Prosecco, Champagne & Cava: What's the Difference?
Have you ever wondered what the difference between Champagne, Cava and Prosecco is? All three wines have become synonymous with celebrations, and whilst the bottles of bubbly are common, particularly in the run up to the festive season, there are distinct differences between the three.
Location & Grape Type
One of the most significant differences between the wines is the regions in which they are produced. Champagne is a drink that is solely made in the Champagne region of France from Chardonnay, Pinot Meunier and Pinot Noir grapes.
Cava is one of the most popular sparkling wine in Spain and is produced in Catalonia in the north east of the country using Macebeu, Xarello and Parellada grapes. However, it can sometimes be created using Chardonnay or Pinot Noir grapes too.
Prosecco is a sparkling wine that is produced in an area spanning nine provinces across the Veneto and Fruili Venezia Giulia regions. Typically, the drink is made from Glera grapes, which are in abundance in the area; however, it can also be produced using Verdiso, Perera and Bianchetta Treviagiana grapes.
Another key difference between Champagne, Cava and Prosecco is the methods of how they are produced.
Champagne is created using the ‘Traditional Method’, which is a slow process and begins with the creation of a base wine using grapes that have been picked early in the season. This gives it a tart flavour, and the producers will then add sugar and yeast to create the carbonated process. Once this has been completed, the Champagne will then be aged using either lees or riddling. The drink will then undergo a disgorgement process before a final wine and sugar mixture is added, known as dosage. Cava is also produced in traditional method.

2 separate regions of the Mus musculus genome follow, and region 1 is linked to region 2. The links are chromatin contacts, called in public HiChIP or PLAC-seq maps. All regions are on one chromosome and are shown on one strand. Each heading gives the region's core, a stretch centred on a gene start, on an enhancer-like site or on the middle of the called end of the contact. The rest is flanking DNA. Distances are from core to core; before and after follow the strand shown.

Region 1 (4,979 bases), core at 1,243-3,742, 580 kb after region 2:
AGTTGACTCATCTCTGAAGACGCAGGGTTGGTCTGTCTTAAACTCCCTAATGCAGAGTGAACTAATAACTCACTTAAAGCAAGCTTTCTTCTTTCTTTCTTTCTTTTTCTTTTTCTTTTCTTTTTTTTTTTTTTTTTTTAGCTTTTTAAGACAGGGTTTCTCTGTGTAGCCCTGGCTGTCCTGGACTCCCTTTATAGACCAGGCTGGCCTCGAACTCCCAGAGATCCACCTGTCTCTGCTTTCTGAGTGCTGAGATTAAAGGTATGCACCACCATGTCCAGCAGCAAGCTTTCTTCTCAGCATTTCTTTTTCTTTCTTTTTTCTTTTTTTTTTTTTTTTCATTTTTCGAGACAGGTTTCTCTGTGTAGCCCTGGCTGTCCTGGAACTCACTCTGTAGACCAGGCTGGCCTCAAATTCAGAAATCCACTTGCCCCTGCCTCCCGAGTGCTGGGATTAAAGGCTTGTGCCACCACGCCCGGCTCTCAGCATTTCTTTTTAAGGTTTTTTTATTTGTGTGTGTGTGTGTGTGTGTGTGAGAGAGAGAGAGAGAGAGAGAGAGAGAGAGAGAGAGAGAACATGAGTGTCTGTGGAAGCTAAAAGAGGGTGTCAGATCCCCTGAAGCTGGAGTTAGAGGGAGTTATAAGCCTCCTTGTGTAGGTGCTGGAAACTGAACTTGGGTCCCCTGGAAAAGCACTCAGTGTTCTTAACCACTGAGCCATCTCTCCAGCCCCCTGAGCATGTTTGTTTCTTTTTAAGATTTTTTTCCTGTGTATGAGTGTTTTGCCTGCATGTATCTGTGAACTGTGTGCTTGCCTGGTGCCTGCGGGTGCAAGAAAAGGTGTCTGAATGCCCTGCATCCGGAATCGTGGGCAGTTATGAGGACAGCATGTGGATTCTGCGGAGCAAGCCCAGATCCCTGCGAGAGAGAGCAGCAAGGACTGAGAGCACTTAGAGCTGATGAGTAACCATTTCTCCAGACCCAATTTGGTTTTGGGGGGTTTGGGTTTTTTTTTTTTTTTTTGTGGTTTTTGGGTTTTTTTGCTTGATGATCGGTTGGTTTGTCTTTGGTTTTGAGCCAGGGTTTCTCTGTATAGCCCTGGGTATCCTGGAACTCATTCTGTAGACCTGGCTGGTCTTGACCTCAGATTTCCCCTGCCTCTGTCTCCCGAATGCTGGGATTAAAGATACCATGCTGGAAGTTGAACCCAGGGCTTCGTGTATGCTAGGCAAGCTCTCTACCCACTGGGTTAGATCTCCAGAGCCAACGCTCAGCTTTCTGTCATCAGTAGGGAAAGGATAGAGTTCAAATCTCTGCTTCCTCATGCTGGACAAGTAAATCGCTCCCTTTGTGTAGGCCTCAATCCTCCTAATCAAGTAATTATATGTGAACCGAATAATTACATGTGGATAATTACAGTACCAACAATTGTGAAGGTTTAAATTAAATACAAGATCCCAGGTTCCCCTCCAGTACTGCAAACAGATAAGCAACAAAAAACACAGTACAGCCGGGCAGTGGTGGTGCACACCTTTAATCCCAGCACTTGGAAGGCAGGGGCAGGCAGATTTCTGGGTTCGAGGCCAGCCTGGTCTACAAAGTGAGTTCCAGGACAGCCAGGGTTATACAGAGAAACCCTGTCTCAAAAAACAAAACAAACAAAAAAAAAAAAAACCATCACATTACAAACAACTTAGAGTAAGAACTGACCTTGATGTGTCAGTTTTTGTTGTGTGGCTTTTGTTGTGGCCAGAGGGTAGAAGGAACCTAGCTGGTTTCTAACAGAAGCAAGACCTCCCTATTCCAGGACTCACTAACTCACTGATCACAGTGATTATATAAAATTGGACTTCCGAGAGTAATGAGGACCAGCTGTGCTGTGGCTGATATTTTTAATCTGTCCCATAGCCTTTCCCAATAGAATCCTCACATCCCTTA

Producing Prosecco tends to be easier, with makers using what is known as the ‘Charmat Method’. Although it follows a very similar process to the Traditional Method, the wine is stored in large tanks during the second fermentation, which makes it more affordable to produce. Pale Fox does things slightly differently- whilst most Proseccos will ferment in tank for 30 days or less, we leave ours to ferment much more slowly over a period of over 100 days. Whilst this does mean that it costs significantly more to produce than most other Proseccos, we feel it is worth it. The bubbles are finer and more persistent and the wine is in contact with the yeast for much longer (even more than most Champagnes) which gives the wine a complexity and richness that you would normally find with a Champagne.
To the untrained palette, the trio might taste similar, but they have their own distinct taste profiles. Champagne features a range of crisp flavours and features more autolytic flavours alongside citrus fruits and biscuity notes. Cava, similar to champagne, traditionally has a more earthy flavour profiles whilst Prosecco, provides the drinker with more fruity notes such as apples and pears alongside more floral tastes.
Pale Fox is slightly different. We try to produce something that is a halfway house between Champagne and traditional Proseccos. We retain that light, fruity flavour one would associate with a Prosecco but with a nutty, biscuity aftertaste, as a result of the yeast contact, that one would normally associate with a Champagne.
Finally, another key difference between the three drinks is the food that they are paired with. Champagne is a dry and rich, which makes it ideal for pairing with the richer appetisers and small plates: Blinis, sour cream, caviar, foie gras- all of the kind of things you would normally associate with the hyper rich.
Cava also goes well with vegetables, in particular artichokes or asparagus, as well as salads. A dry Cava is also great with fried fruits and traditional Spanish tapas.
Prosecco’s light nature lends itself to lighter Italian style Aperitivo and Cicchetti (small Italian hot plates). Some would even suggest it pairs well with Sushi but don’t hold us to that! See here or our perfect food pairings for Pale Fox.
We are currently offering £15 off all case orders of our Single Estate Prosecco. Click here to shop.